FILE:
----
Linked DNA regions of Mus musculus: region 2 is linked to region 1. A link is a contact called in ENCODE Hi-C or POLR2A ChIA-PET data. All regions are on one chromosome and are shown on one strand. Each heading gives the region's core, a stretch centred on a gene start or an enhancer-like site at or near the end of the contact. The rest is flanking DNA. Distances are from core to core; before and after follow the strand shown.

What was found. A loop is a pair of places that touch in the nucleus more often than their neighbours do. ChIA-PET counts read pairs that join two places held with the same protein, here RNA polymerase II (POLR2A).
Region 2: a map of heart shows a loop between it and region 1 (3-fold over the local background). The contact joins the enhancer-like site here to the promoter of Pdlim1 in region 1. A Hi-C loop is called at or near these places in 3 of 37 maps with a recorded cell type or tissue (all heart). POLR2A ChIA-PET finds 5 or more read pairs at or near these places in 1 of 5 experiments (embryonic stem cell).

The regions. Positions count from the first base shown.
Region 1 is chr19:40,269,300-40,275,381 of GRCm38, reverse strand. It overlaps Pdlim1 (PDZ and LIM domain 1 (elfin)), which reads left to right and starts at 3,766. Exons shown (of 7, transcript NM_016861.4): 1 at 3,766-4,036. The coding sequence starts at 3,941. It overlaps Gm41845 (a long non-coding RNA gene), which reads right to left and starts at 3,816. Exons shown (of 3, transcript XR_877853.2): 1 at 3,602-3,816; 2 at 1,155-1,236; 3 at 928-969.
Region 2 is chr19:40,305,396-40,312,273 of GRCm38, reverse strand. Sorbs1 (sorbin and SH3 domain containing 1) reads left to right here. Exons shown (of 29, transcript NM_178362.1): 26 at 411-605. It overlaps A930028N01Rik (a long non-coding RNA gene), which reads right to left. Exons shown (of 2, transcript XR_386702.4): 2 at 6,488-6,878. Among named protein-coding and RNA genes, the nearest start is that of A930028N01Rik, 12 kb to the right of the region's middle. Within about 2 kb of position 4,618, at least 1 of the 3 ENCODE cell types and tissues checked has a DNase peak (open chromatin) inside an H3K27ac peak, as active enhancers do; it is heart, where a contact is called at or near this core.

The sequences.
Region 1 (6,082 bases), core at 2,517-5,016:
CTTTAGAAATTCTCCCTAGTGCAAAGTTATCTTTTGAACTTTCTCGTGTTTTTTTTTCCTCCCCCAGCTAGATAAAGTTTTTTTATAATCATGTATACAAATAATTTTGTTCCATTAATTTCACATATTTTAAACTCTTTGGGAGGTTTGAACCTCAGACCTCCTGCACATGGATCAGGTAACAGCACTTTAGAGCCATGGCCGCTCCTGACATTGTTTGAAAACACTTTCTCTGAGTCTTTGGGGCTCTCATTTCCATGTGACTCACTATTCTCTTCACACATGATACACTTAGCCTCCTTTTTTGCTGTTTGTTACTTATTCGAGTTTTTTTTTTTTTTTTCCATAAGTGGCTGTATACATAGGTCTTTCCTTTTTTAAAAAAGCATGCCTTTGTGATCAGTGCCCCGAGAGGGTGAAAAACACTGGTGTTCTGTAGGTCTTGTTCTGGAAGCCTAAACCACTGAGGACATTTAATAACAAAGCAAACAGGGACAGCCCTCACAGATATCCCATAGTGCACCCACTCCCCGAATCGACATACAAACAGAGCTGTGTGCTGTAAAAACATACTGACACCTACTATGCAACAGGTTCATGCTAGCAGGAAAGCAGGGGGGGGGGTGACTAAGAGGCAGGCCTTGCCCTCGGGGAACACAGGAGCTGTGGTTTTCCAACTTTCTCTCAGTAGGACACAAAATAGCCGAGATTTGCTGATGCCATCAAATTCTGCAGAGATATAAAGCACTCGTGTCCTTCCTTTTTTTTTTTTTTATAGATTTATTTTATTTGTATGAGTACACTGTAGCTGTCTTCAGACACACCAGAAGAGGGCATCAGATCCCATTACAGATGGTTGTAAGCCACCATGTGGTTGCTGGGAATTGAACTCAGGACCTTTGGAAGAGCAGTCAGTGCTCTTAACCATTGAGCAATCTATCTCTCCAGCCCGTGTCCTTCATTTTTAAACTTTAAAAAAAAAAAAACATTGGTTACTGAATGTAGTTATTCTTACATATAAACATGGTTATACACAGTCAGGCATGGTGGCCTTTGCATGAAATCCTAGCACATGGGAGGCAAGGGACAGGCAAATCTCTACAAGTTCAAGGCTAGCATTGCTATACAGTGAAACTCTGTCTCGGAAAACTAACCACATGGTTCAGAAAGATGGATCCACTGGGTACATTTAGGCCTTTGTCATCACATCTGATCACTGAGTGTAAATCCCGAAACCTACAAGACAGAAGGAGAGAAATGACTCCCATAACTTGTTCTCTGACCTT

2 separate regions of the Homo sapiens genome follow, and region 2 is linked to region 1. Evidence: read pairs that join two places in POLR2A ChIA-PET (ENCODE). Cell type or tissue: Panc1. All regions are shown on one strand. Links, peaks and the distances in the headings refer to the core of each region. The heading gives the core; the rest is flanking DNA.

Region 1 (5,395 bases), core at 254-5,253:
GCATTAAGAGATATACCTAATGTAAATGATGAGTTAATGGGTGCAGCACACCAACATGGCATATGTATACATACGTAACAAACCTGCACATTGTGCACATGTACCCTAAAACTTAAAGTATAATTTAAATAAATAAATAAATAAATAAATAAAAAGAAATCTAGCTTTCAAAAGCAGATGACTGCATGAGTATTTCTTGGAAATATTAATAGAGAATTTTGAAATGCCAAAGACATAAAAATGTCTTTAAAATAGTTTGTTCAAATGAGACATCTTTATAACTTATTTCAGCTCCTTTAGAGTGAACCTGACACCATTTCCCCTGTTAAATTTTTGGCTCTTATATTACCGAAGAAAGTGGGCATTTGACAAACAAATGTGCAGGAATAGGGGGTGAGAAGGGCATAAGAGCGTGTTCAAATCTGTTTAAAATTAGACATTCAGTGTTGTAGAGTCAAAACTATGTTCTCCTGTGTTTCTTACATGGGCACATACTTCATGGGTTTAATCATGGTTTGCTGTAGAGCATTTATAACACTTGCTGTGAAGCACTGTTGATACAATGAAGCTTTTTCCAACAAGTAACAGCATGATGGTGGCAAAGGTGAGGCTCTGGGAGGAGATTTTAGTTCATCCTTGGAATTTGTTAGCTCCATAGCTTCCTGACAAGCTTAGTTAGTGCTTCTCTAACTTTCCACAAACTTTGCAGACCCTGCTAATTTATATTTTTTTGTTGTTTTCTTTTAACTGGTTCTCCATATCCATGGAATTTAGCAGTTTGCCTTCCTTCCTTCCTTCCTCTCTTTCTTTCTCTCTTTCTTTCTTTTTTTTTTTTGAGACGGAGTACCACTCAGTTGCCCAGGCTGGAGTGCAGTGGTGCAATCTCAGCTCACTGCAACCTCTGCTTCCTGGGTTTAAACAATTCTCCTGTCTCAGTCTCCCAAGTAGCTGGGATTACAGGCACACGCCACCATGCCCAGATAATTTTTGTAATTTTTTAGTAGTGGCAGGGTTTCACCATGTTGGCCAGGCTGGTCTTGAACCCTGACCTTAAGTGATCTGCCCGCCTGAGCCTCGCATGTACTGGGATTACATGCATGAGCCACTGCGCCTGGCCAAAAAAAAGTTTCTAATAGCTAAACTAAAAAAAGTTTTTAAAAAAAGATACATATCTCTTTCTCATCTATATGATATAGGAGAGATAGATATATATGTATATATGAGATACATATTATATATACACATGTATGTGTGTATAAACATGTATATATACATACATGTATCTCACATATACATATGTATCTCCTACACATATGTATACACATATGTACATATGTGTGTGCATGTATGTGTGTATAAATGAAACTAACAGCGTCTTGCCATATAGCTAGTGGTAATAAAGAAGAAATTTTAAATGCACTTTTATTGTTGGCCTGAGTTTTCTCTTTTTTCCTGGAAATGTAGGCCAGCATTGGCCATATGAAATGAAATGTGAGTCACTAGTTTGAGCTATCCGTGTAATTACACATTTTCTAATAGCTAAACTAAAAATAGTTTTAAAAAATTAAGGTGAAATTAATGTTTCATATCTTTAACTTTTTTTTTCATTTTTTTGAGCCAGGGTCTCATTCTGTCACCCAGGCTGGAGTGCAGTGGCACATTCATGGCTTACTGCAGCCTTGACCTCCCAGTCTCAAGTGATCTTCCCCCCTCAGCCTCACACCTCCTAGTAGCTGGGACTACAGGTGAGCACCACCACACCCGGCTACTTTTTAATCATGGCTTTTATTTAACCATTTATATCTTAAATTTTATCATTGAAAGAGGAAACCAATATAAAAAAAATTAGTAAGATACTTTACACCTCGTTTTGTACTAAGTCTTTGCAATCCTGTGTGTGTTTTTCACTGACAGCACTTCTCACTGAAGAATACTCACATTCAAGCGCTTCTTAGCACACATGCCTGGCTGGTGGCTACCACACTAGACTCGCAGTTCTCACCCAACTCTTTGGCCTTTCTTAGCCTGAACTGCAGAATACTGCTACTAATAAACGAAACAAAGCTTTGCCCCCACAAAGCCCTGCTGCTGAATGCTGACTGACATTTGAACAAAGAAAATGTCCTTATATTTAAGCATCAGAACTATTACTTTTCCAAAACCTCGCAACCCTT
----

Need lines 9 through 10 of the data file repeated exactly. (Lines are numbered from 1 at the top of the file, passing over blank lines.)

CTTTAGAAATTCTCCCTAGTGCAAAGTTATCTTTTGAACTTTCTCGTGTTTTTTTTTCCTCCCCCAGCTAGATAAAGTTTTTTTATAATCATGTATACAAATAATTTTGTTCCATTAATTTCACATATTTTAAACTCTTTGGGAGGTTTGAACCTCAGACCTCCTGCACATGGATCAGGTAACAGCACTTTAGAGCCATGGCCGCTCCTGACATTGTTTGAAAACACTTTCTCTGAGTCTTTGGGGCTCTCATTTCCATGTGACTCACTATTCTCTTCACACATGATACACTTAGCCTCCTTTTTTGCTGTTTGTTACTTATTCGAGTTTTTTTTTTTTTTTTCCATAAGTGGCTGTATACATAGGTCTTTCCTTTTTTAAAAAAGCATGCCTTTGTGATCAGTGCCCCGAGAGGGTGAAAAACACTGGTGTTCTGTAGGTCTTGTTCTGGAAGCCTAAACCACTGAGGACATTTAATAACAAAGCAAACAGGGACAGCCCTCACAGATATCCCATAGTGCACCCACTCCCCGAATCGACATACAAACAGAGCTGTGTGCTGTAAAAACATACTGACACCTACTATGCAACAGGTTCATGCTAGCAGGAAAGCAGGGGGGGGGGTGACTAAGAGGCAGGCCTTGCCCTCGGGGAACACAGGAGCTGTGGTTTTCCAACTTTCTCTCAGTAGGACACAAAATAGCCGAGATTTGCTGATGCCATCAAATTCTGCAGAGATATAAAGCACTCGTGTCCTTCCTTTTTTTTTTTTTTATAGATTTATTTTATTTGTATGAGTACACTGTAGCTGTCTTCAGACACACCAGAAGAGGGCATCAGATCCCATTACAGATGGTTGTAAGCCACCATGTGGTTGCTGGGAATTGAACTCAGGACCTTTGGAAGAGCAGTCAGTGCTCTTAACCATTGAGCAATCTATCTCTCCAGCCCGTGTCCTTCATTTTTAAACTTTAAAAAAAAAAAAACATTGGTTACTGAATGTAGTTATTCTTACATATAAACATGGTTATACACAGTCAGGCATGGTGGCCTTTGCATGAAATCCTAGCACATGGGAGGCAAGGGACAGGCAAATCTCTACAAGTTCAAGGCTAGCATTGCTATACAGTGAAACTCTGTCTCGGAAAACTAACCACATGGTTCAGAAAGATGGATCCACTGGGTACATTTAGGCCTTTGTCATCACATCTGATCACTGAGTGTAAATCCCGAAACCTACAAGACAGAAGGAGAGAAATGACTCCCATAACTTGTTCTCTGACCTT

2 separate regions of the Homo sapiens genome follow, and region 2 is linked to region 1. Evidence: read pairs that join two places in POLR2A ChIA-PET (ENCODE). Cell type or tissue: Panc1. All regions are shown on one strand. Links, peaks and the distances in the headings refer to the core of each region. The heading gives the core; the rest is flanking DNA.